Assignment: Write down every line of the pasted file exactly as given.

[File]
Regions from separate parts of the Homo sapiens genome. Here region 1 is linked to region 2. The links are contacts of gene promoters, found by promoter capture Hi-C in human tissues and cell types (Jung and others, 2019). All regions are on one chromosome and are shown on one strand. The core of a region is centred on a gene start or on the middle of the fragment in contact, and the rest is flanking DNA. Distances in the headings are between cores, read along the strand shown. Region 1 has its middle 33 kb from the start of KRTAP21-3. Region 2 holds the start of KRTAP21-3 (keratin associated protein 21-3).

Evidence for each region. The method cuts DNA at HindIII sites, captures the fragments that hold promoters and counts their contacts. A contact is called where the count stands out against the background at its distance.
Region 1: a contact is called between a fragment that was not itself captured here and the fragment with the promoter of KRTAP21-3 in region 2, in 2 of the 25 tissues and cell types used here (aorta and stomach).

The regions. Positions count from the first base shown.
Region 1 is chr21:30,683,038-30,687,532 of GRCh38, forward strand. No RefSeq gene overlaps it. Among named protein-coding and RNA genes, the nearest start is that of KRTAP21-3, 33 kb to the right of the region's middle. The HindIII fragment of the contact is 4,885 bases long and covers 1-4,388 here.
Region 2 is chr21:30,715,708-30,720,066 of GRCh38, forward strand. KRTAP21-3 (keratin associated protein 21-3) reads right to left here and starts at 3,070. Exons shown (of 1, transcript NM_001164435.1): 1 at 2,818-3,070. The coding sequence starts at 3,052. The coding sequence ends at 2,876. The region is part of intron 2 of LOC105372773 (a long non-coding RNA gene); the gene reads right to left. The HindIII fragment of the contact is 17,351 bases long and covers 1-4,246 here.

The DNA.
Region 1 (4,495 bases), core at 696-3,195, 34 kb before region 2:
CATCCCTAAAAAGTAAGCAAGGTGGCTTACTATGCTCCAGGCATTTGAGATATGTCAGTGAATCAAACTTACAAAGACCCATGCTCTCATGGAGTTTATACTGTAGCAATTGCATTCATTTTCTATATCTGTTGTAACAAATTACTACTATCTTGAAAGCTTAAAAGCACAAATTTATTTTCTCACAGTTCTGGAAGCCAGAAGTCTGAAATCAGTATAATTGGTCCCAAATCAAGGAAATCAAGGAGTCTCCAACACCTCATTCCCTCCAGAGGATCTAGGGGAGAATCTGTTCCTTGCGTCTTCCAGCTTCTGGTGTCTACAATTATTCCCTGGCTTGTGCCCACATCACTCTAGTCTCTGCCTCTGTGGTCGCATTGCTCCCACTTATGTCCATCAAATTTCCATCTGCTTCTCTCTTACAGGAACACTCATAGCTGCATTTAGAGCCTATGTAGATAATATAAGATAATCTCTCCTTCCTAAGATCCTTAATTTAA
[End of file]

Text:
Regions from separate parts of the Homo sapiens genome. Here region 1 is linked to region 2. The links are contacts of gene promoters, found by promoter capture Hi-C in human tissues and cell types (Jung and others, 2019). All regions are on one chromosome and are shown on one strand. The core of a region is centred on a gene start or on the middle of the fragment in contact, and the rest is flanking DNA. Distances in the headings are between cores, read along the strand shown. Region 1 has its middle 33 kb from the start of KRTAP21-3. Region 2 holds the start of KRTAP21-3 (keratin associated protein 21-3).

Evidence for each region. The method cuts DNA at HindIII sites, captures the fragments that hold promoters and counts their contacts. A contact is called where the count stands out against the background at its distance.
Region 1: a contact is called between a fragment that was not itself captured here and the fragment with the promoter of KRTAP21-3 in region 2, in 2 of the 25 tissues and cell types used here (aorta and stomach).

The regions. Positions count from the first base shown.
Region 1 is chr21:30,683,038-30,687,532 of GRCh38, forward strand. No RefSeq gene overlaps it. Among named protein-coding and RNA genes, the nearest start is that of KRTAP21-3, 33 kb to the right of the region's middle. The HindIII fragment of the contact is 4,885 bases long and covers 1-4,388 here.
Region 2 is chr21:30,715,708-30,720,066 of GRCh38, forward strand. KRTAP21-3 (keratin associated protein 21-3) reads right to left here and starts at 3,070. Exons shown (of 1, transcript NM_001164435.1): 1 at 2,818-3,070. The coding sequence starts at 3,052. The coding sequence ends at 2,876. The region is part of intron 2 of LOC105372773 (a long non-coding RNA gene); the gene reads right to left. The HindIII fragment of the contact is 17,351 bases long and covers 1-4,246 here.

The DNA.
Region 1 (4,495 bases), core at 696-3,195, 34 kb before region 2:
CATCCCTAAAAAGTAAGCAAGGTGGCTTACTATGCTCCAGGCATTTGAGATATGTCAGTGAATCAAACTTACAAAGACCCATGCTCTCATGGAGTTTATACTGTAGCAATTGCATTCATTTTCTATATCTGTTGTAACAAATTACTACTATCTTGAAAGCTTAAAAGCACAAATTTATTTTCTCACAGTTCTGGAAGCCAGAAGTCTGAAATCAGTATAATTGGTCCCAAATCAAGGAAATCAAGGAGTCTCCAACACCTCATTCCCTCCAGAGGATCTAGGGGAGAATCTGTTCCTTGCGTCTTCCAGCTTCTGGTGTCTACAATTATTCCCTGGCTTGTGCCCACATCACTCTAGTCTCTGCCTCTGTGGTCGCATTGCTCCCACTTATGTCCATCAAATTTCCATCTGCTTCTCTCTTACAGGAACACTCATAGCTGCATTTAGAGCCTATGTAGATAATATAAGATAATCTCTCCTTCCTAAGATCCTTAATTTAA